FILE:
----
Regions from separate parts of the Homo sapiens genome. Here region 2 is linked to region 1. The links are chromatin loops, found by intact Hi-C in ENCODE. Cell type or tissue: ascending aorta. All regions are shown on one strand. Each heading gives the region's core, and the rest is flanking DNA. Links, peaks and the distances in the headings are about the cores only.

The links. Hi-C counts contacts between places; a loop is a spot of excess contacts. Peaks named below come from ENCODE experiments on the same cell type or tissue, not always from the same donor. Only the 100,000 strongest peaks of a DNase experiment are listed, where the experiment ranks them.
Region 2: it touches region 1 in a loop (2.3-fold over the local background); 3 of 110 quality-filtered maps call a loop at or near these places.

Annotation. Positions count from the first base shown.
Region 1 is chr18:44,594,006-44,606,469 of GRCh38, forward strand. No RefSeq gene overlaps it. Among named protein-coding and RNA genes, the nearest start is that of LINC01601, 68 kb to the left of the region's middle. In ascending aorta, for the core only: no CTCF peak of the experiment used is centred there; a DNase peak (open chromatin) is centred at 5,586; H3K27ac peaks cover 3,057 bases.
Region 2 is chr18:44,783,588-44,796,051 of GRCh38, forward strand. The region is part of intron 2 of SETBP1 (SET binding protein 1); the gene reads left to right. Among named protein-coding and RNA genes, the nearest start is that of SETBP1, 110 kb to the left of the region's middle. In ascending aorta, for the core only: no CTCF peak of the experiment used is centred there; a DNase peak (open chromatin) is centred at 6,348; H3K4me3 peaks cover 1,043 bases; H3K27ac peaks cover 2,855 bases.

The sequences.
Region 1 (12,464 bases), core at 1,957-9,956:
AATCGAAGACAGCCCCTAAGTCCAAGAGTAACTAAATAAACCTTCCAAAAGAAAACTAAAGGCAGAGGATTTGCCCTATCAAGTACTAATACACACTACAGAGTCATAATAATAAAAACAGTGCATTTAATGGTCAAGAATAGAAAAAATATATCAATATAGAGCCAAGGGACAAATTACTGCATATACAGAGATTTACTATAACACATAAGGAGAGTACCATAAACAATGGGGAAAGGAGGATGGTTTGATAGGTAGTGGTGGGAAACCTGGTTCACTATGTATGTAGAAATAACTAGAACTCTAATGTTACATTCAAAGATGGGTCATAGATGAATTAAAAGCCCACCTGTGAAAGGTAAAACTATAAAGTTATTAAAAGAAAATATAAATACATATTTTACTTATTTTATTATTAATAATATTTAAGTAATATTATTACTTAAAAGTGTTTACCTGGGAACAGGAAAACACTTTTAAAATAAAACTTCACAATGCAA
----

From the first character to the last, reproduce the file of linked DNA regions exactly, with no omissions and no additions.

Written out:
Regions from separate parts of the Homo sapiens genome. Here region 2 is linked to region 1. The links are chromatin loops, found by intact Hi-C in ENCODE. Cell type or tissue: ascending aorta. All regions are shown on one strand. Each heading gives the region's core, and the rest is flanking DNA. Links, peaks and the distances in the headings are about the cores only.

The links. Hi-C counts contacts between places; a loop is a spot of excess contacts. Peaks named below come from ENCODE experiments on the same cell type or tissue, not always from the same donor. Only the 100,000 strongest peaks of a DNase experiment are listed, where the experiment ranks them.
Region 2: it touches region 1 in a loop (2.3-fold over the local background); 3 of 110 quality-filtered maps call a loop at or near these places.

Annotation. Positions count from the first base shown.
Region 1 is chr18:44,594,006-44,606,469 of GRCh38, forward strand. No RefSeq gene overlaps it. Among named protein-coding and RNA genes, the nearest start is that of LINC01601, 68 kb to the left of the region's middle. In ascending aorta, for the core only: no CTCF peak of the experiment used is centred there; a DNase peak (open chromatin) is centred at 5,586; H3K27ac peaks cover 3,057 bases.
Region 2 is chr18:44,783,588-44,796,051 of GRCh38, forward strand. The region is part of intron 2 of SETBP1 (SET binding protein 1); the gene reads left to right. Among named protein-coding and RNA genes, the nearest start is that of SETBP1, 110 kb to the left of the region's middle. In ascending aorta, for the core only: no CTCF peak of the experiment used is centred there; a DNase peak (open chromatin) is centred at 6,348; H3K4me3 peaks cover 1,043 bases; H3K27ac peaks cover 2,855 bases.

The sequences.
Region 1 (12,464 bases), core at 1,957-9,956:
AATCGAAGACAGCCCCTAAGTCCAAGAGTAACTAAATAAACCTTCCAAAAGAAAACTAAAGGCAGAGGATTTGCCCTATCAAGTACTAATACACACTACAGAGTCATAATAATAAAAACAGTGCATTTAATGGTCAAGAATAGAAAAAATATATCAATATAGAGCCAAGGGACAAATTACTGCATATACAGAGATTTACTATAACACATAAGGAGAGTACCATAAACAATGGGGAAAGGAGGATGGTTTGATAGGTAGTGGTGGGAAACCTGGTTCACTATGTATGTAGAAATAACTAGAACTCTAATGTTACATTCAAAGATGGGTCATAGATGAATTAAAAGCCCACCTGTGAAAGGTAAAACTATAAAGTTATTAAAAGAAAATATAAATACATATTTTACTTATTTTATTATTAATAATATTTAAGTAATATTATTACTTAAAAGTGTTTACCTGGGAACAGGAAAACACTTTTAAAATAAAACTTCACAATGCAA